In addition to the necessary jurisdictional and venue-related averments, the plaintiffs' complaint alleges the following facts: (1) on or about December 17, 1990, Baehr/Dancel, Rodrigues/Pregil, and Lagon/Melilio (collectively "the applicant couples") filed applications for marriage licenses with the DOH, pursuant to HRS s 572-6 (Supp.1992); [FN3] (2) the DOH denied the applicant couples' marriage license applications solely on the ground that the applicant couples were of the same sex; [FN4] (3) the applicant couples have complied with all marriage contract requirements and provisions under HRS ch. 572, except that each applicant couple is of the same sex; (4) the applicant couples are otherwise eligible to secure marriage licenses from the DOH, absent the statutory prohibition or construction of HRS s 572-1 excluding couples of the same sex from securing marriage licenses; and (5) in denying the applicant couples' marriage license applications, the DOH was acting in its official capacity and under color of state law.
Based on the foregoing factual allegations, the plaintiffs' complaint avers that: (1) the DOH's interpretation and application of HRS s 572-1 to deny same-sex couples access to marriage licenses violates the plaintiffs' right to privacy, as guaranteed by article I, section 6 of the Hawaii Constitution, [FN5] as well as to the equal protection of the laws and due process of law, as guaranteed by article I, section 5 of the Hawaii Constitution; [FN6] (2) the plaintiffs have no plain, adequate, or complete remedy at law to redress their alleged injuries; and (3) the plaintiffs are presently suffering and will continue to suffer irreparable injury from the DOH's acts, policies, and practices in the absence of declaratory and injunctive relief.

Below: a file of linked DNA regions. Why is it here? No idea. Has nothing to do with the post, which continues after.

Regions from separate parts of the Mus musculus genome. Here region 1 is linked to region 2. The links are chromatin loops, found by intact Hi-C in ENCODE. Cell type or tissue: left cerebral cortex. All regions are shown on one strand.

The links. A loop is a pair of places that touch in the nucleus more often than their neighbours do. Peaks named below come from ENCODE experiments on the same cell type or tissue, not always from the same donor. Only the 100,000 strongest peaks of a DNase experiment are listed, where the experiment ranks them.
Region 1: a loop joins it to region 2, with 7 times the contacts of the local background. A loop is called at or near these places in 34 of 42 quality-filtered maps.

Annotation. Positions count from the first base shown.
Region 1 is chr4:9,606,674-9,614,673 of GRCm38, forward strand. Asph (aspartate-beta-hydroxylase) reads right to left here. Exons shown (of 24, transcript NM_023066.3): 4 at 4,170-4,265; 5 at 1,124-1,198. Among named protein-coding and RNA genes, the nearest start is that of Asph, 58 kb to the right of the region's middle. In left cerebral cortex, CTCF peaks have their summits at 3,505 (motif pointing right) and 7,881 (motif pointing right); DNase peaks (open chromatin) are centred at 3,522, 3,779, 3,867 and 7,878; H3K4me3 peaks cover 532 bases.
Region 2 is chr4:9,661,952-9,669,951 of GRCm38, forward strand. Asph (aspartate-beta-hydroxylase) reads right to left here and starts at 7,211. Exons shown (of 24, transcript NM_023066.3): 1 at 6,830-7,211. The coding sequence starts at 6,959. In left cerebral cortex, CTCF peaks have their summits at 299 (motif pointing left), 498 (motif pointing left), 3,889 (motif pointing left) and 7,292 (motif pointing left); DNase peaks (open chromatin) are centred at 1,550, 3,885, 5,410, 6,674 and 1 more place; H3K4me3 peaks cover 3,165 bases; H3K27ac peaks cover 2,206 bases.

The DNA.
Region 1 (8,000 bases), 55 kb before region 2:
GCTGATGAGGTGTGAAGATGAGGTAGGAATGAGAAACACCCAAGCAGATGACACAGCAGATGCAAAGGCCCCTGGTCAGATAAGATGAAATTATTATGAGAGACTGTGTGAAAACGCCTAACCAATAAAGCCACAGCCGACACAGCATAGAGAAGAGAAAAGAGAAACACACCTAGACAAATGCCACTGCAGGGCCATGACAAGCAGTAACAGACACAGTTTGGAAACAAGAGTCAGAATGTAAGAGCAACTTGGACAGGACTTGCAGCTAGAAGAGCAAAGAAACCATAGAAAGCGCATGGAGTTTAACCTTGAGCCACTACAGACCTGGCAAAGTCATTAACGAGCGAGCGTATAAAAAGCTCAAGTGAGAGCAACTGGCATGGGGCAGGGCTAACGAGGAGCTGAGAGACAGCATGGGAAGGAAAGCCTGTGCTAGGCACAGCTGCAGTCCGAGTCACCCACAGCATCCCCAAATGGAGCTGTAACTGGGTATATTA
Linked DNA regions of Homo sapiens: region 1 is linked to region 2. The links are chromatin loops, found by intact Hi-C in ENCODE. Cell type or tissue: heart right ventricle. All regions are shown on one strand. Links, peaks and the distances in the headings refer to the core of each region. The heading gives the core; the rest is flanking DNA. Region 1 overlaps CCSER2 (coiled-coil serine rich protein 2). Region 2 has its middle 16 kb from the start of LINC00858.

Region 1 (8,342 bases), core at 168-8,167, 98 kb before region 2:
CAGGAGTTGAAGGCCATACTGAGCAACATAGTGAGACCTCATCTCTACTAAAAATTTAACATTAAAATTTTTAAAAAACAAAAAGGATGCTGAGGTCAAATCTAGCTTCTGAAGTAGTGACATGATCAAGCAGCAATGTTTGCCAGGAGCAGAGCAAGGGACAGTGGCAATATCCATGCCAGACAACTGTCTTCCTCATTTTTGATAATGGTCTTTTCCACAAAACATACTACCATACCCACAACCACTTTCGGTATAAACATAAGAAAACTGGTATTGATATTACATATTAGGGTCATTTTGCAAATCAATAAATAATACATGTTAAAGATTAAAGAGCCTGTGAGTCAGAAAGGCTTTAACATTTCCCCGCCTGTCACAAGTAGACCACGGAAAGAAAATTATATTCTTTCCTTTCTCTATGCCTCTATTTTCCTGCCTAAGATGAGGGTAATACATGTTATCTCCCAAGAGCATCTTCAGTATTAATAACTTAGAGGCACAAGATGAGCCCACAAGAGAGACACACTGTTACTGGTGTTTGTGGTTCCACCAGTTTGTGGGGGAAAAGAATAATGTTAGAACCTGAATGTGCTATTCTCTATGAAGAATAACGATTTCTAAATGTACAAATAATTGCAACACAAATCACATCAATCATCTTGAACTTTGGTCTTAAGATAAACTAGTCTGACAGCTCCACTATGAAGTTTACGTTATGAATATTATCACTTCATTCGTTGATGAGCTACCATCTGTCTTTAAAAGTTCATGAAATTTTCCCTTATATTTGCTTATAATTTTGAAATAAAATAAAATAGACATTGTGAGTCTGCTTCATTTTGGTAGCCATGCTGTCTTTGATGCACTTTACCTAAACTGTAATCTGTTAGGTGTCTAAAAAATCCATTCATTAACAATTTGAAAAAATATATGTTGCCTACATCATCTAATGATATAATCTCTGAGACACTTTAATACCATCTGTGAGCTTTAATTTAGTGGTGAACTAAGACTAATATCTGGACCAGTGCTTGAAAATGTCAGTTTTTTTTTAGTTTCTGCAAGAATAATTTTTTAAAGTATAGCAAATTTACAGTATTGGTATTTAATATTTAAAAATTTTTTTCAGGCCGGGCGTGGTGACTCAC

On June 7, 1991, Lewin filed an amended answer to the plaintiffs' complaint.
In his amended answer, Lewin asserted the defenses of failure to state a claim upon which relief can be granted, sovereign immunity, qualified immunity, and abstention in favor of legislative action. [FN7] With regard to the plaintiffs' factual allegations, Lewin admitted: (1) his residency and status as the director of the DOH; (2) that on or about December 17, 1990, the applicant couples personally appeared before an authorized agent of the DOH and applied for marriage licenses; (3) that the applicant couples' marriage license applications were denied on the ground that each couple was of the same sex; and (4) that the DOH did not address the issue of the premarital examination required by HRS s 572-7(a) (Supp.1992) [FN8] "upon being advised" that the applicant couples were of the same sex. Lewin denied all of the remaining allegations of the complaint.
Indeed, the record in this case suggests that the parties have not conducted any formal discovery.